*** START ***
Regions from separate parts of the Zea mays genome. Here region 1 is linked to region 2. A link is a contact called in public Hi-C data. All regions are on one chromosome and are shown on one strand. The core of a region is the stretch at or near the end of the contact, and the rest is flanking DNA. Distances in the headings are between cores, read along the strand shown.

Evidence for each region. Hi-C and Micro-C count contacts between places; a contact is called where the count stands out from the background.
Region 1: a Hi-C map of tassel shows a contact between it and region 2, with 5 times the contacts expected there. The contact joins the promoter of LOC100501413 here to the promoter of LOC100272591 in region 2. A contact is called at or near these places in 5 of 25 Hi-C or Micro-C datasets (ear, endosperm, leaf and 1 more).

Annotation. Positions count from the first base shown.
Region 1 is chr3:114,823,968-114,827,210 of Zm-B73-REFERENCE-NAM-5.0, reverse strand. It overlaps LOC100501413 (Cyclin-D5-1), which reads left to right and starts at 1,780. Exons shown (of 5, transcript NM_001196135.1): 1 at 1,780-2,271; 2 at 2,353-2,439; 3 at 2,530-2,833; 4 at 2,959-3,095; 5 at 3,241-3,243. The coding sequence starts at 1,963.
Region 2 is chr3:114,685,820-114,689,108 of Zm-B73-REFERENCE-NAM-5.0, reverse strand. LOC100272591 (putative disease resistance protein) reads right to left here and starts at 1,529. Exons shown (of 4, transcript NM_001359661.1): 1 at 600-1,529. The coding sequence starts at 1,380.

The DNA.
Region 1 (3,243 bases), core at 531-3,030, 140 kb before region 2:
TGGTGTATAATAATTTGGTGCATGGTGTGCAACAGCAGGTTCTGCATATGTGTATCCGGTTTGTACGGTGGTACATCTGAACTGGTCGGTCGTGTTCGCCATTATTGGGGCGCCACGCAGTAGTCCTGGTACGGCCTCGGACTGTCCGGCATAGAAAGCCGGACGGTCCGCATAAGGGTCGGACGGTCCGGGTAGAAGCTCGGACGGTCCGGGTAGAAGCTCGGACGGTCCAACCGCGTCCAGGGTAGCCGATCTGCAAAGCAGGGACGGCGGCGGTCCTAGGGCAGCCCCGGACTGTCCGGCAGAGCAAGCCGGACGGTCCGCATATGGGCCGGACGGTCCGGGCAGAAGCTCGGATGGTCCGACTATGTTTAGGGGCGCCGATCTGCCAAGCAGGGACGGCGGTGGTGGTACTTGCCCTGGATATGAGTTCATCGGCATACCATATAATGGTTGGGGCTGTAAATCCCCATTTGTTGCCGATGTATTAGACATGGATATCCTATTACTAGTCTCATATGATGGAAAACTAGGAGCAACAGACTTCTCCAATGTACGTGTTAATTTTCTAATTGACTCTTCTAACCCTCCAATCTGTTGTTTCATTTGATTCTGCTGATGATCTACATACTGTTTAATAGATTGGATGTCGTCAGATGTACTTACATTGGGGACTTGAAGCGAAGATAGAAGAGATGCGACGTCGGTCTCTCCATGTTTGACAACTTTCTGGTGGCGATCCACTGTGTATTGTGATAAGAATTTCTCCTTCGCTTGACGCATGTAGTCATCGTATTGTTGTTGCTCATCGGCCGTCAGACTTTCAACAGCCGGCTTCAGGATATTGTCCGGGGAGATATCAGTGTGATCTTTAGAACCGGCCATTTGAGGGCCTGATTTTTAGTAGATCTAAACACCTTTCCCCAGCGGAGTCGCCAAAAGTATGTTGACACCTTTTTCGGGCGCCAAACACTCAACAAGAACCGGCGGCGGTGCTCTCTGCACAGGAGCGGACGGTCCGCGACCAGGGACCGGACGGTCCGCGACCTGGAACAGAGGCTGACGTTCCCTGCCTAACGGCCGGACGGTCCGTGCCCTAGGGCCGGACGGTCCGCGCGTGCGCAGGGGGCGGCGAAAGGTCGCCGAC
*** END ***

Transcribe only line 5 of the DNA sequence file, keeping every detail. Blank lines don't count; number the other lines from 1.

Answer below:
Region 1 is chr3:114,823,968-114,827,210 of Zm-B73-REFERENCE-NAM-5.0, reverse strand. It overlaps LOC100501413 (Cyclin-D5-1), which reads left to right and starts at 1,780. Exons shown (of 5, transcript NM_001196135.1): 1 at 1,780-2,271; 2 at 2,353-2,439; 3 at 2,530-2,833; 4 at 2,959-3,095; 5 at 3,241-3,243. The coding sequence starts at 1,963.